Over 450 people have participated in Authorised for Lay Ministry (ALM) training courses since the scheme’s inception in 2001. This is one of the ways in which Christian communities are witnessing God releasing ministry in amazing ways in our midst and changing people’s lives.
The ALM scheme provides a format for local churches to shape their churches into healthy vocational environments - communities where ministry takes root, grows and thrives. The following information is designed to help local churches grow in confidence in developing ministry that fits their particular church.
How might the ALM Scheme be right for developing ministry in your church?
Not all ministries in churches need the PCC to engage in a formal discernment process. People run groups and ask others to help, or individuals are tasked to do particular things, that as long as they are done safely and with respect, are effective expressions of ministry. See Direction Guidelines (link) if you want some information to help work this through.
Some tasks or roles, particularly those where people formally ‘represent’ the local church, need the vicar and PCC to agree which people do them, what they do and how this fits in with the direction or vision of the local church. Discerning these tasks and roles requires more formal attention, support and responsibility by the Vicar and PCCs involved. See our Discernment Guidelines to help you work through some helpful questions. For example, those who assist with exercising pastoral care, worship leading, funeral and bereavement ministry, leading children and young people’s ministry, mission project leaders, healing and wholeness ministers, etc.
How are those Authorised for Lay Ministry discerned, authorised and supported?
This scheme encourages the developing ministry of every disciple within their Christian community. Churches are being expected to focus more on how best to discern and release the people gifted for particular tasks, rather than always expecting a training course to be a prerequisite for exercising ministry. Churches need to make choices about a person exercising ministry and what kind of training they, as an individual, might need, if any, and when that should take place.
The ALM Scheme requires a church community to work through four sets of questions with anyone that might exercise particular ministries on their behalf. These four sets of questions are from the Growing Ministry Together conversation kit and emphasis that ministry development is the responsibility of the whole church acting together - it is not just about the vicar choosing an individual to do something. A church community needs to participate in a more comprehensive set of responses, and be willing to develop ministry that is discipleship based, practically focussed and missional.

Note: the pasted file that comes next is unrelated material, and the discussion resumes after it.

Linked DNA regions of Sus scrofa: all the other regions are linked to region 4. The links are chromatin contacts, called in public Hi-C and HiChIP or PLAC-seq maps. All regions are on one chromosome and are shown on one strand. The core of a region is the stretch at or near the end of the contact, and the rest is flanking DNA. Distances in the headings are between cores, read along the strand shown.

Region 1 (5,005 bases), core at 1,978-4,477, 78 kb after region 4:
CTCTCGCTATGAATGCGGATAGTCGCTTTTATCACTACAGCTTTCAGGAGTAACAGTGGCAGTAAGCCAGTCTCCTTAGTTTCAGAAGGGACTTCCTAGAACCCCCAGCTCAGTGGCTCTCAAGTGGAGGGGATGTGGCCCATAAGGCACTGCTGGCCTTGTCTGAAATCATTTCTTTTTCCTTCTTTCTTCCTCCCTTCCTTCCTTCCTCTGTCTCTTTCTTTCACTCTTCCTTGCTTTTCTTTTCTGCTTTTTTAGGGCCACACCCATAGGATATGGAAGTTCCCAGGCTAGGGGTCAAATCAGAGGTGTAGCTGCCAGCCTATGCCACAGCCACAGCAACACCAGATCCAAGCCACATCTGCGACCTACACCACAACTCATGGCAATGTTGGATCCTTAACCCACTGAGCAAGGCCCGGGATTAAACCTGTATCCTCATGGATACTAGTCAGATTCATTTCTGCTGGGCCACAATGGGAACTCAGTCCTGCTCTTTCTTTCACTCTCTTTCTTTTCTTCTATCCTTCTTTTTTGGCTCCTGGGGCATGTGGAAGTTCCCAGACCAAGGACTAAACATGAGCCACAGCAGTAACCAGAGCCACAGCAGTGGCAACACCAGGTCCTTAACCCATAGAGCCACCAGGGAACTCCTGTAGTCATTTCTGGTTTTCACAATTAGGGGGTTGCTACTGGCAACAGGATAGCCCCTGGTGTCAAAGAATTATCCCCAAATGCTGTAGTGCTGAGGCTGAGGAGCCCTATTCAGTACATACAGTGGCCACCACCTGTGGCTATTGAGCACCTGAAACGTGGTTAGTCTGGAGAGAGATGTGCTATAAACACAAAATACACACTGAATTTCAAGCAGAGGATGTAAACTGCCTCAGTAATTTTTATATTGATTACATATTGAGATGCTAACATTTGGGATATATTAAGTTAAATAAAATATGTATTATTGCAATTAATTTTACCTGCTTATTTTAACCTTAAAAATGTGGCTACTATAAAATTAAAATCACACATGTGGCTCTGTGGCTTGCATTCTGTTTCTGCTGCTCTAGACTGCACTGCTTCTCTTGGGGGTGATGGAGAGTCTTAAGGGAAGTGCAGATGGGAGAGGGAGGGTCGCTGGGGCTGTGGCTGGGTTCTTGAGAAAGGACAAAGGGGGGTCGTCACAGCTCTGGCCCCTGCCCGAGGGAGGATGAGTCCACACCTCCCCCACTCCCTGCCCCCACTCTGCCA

If a church is considering a person to exercise a ministry using the ALM scheme, the questions a church needs to work through are to be found under the categories of Direction, Calling Equipping and Affirming.
What churches do need is to have a clear direction about what they are doing to be a Christian presence that faithfully witnesses to the reality of God in their community. Some speak of this as ‘Vision’ or ‘Direction’. Christian communities need to know what their purpose is, and what is important for that particular church to be doing the best it can. The Growing Ministry Together Conversation kit can help you have some of these conversations in your church.
The ALM scheme is one way among others of encouraging people to develop in ministry, particularly when people are standing up on behalf of the local church. Have you worked through with your church how God’s direction or vision is being fulfilled through developing people’s gifts of ministry? Check out these lay ministry stories to be inspired by how some different churches are developing ministry.
- The incumbent and PCC will work through the discernment process with a person with a potential calling for a particular ministry.
- The incumbent and PCC will create a ministry agreement between the person with a discerned calling.
- The person authorised is overseen, reviewed and supported by the incumbent or designated minister on the basis of the ministry agreement. Training and supervision are included as part of the mutual expectations of those involved.
- ALM FAQs
- Ministry discernment guidelines
- Lay ministry stories
- Lay ministry agreement guidelines
- Annual ministry review questions
- Sample liturgy for lay ministry authorisation
- Growing Ministry Together
- Exploring discipleship